Maury Thompson

Apr 9, 2020

3 min read

Silver Bay in 1902 — Start of transformation

With the names “Happy Bunch” and “Jolly Joshers,” the “two rival crowds” couldn’t have been anything more than friendly competitors.

The two groups of men attending the first YMCA conference at Silver Bay Hotel in 1902 gathered at the dock each time a steamboat arrived to see which group could be the loudest yelling and most cordial greeters.

The City and Railroad Young Men’s Christian Association of the Eastern States and Canada that met Aug. 5–15, 1902 at Silver Bay, with 300 YMCA men and their families from some 40 cities attending, was deemed a success.

“Take it all in all, the conference was a rare combination of pleasure and profit, and will be a permanent feature of association life in the east,” The Lake George Mirror reported.

The conference, and others like it that summer, would become the model for operation of Silver Bay Association, established three years later and still operating now as a YMCA conference center on Lake George.

In another legacy development in 1902, Silver Bay changed the emphasis of its recreational activities.

“The guests have enjoyed as never before the pleasures of mountain climbing and outdoor life as a result of the special effort which has been made this year to interest them in this kind of recreation in preference to dancing and the conventional hotel society,” the Mirror reported, at the close of the season.

Philanthropist Silas Paine, who purchased the Silver Bay Hotel in 1897, was a supporter of Christian organizations, like the YMCA.

In 1902 he offered the YMCA use of the hotel and grounds for the rate of $1 per person, discounted from the going rate of $2.50 to $4 per person.

The experience was memorable.

“In the evening jolly songs and story telling in the foyer by the big fire place filled an hour after the meetings,” the Mirror reported.

“The members of the executive committee have voted to have a similar gathering next year,” The Morning Star of Glens Falls reported.

The hotel and grounds continued to meet YMCA expectations in subsequent summers.

“Silver Bay, on Lake George, is a beautiful spot for working out, under God, of a noble conception,” the Rev. L.W. Cronkhite, a long-time missionary to Burma, wrote in summer 1903.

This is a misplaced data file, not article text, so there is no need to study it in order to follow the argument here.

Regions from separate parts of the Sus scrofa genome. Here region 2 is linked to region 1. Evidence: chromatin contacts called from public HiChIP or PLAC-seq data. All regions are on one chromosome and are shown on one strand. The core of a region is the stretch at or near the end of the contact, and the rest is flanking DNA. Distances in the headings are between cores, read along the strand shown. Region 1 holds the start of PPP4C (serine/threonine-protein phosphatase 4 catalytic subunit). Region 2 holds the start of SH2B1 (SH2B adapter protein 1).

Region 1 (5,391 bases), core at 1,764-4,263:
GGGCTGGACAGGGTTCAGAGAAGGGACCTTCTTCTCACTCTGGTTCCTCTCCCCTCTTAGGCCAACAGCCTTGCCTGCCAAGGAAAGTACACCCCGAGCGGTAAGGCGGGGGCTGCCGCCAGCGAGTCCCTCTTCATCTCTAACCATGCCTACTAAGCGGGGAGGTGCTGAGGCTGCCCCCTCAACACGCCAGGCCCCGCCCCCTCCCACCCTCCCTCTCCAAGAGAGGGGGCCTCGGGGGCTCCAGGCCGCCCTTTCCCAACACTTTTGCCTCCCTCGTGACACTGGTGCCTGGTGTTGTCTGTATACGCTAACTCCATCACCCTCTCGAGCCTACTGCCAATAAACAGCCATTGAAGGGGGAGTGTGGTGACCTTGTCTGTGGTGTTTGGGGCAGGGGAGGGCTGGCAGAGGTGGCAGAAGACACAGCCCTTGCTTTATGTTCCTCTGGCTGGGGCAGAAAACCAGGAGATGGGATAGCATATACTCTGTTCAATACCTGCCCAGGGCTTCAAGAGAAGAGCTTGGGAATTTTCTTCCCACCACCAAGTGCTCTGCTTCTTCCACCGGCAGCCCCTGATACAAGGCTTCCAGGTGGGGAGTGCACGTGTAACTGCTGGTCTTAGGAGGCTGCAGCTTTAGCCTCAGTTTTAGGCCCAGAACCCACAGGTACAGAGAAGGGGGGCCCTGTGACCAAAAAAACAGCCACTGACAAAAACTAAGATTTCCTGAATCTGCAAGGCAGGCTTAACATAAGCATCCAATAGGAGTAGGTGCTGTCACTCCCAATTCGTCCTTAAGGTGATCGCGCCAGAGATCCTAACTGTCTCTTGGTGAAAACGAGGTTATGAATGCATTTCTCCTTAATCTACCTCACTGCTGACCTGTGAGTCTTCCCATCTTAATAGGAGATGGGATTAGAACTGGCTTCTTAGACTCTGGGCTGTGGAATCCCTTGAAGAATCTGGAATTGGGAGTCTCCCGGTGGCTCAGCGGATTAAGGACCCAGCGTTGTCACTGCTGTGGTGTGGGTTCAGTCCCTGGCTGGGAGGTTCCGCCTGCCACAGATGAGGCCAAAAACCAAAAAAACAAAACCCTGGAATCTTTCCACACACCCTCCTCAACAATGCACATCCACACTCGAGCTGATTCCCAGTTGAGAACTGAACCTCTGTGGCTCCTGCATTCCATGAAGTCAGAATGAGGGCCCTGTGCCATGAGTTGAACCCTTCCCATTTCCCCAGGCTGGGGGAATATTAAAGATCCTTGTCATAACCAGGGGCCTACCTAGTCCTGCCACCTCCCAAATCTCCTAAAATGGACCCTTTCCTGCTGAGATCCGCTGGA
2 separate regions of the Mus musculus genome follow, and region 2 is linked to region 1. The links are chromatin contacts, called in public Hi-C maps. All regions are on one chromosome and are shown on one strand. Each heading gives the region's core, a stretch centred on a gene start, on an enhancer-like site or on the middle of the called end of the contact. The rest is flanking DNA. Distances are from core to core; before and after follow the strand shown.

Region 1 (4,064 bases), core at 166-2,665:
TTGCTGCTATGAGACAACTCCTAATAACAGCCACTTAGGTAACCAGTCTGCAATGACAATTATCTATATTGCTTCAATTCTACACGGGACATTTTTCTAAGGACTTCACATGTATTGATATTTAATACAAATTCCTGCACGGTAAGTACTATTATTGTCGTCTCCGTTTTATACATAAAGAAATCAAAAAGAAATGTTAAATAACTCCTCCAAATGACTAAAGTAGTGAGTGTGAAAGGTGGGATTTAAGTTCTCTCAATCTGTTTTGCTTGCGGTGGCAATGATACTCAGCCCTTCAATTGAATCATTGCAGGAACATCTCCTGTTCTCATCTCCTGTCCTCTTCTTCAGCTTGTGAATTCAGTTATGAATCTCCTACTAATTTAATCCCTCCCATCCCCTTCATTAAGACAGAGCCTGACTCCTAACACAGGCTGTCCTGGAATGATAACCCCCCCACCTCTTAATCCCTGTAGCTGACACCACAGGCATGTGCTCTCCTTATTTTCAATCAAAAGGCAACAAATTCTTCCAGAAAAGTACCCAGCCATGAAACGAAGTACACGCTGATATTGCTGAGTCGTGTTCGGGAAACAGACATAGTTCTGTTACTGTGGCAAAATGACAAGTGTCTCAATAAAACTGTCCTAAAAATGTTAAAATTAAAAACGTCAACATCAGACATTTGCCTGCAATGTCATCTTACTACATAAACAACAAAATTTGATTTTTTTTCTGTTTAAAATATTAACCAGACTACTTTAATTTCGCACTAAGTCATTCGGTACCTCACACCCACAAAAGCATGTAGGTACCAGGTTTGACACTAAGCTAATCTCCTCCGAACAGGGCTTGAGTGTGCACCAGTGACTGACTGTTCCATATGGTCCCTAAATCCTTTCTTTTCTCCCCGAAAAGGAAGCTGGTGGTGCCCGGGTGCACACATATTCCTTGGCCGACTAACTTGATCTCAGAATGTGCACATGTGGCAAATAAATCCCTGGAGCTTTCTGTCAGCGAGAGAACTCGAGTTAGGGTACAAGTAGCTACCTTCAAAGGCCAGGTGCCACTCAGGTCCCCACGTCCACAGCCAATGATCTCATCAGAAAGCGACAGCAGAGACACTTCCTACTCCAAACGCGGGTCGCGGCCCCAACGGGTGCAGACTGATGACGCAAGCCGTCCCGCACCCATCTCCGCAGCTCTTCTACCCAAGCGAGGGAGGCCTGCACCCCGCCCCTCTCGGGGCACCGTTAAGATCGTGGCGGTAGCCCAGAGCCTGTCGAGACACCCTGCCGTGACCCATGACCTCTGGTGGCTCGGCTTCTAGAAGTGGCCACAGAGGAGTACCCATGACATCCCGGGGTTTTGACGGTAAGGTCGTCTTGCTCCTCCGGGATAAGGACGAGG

“Their activity and development give hope … in and through the young people who rapidly transform knowledge into power, and are teeming with that joyous and creative life,” Baltimore YMCA President Goucher wrote in summer 1904, a season that more than 2,500 delegates attended various conferences at Silver Bay.

In February 1904, New York state Sen. William Barnes of Rensselaer County introduced legislation to charter the Silver Bay Association as a YMCA conference and training center.

At the end of 1904, the association reached its goal of raising $100,000 — the equivalent of about $2.9 million in 2020 dollars — to purchase the property and establish what The Morning Star proclaimed would be “a Lake George Chautauqua.”

“By a final strenuous effort on last Saturday, the fund of $100,000 necessary for the purchase of the Silver Bay Hotel and grounds on Lake George was completed,” the New York Tribune reported.

Two major donors had conditioned their funding on the association reaching its $100,000 goal — $70,000 to purchase the property and $30,000 for improvements and to launch the operation.

The $70,000 purchase price was less than half the value of capital improvements that Paine had made while he owned the property.

D. N. Yarnell, general secretary of the West Side branch of the YMCA of New York City, was hired as the first Silver Bay general secretary.

“He will devote his full time to the administration and the enlargement of its equipment and financial resources,” the Ticonderoga Sentinel reported.

Sources: Ticonderoga Sentinel, Feb. 20, 1902; Feb. 18, Aug. 4, 1904; Jan. 12, 1905; The Morning Star, Glens Falls, Aug. 12, 20, 1902; Aug. 7, 1903; Jan. 7, 1905; Lake George Mirror, June 6, Aug. 16, Sept. 13, 1902; New York Tribune, Jan. 7, 1905

Click here to read my most recent previous Silver Bay history post.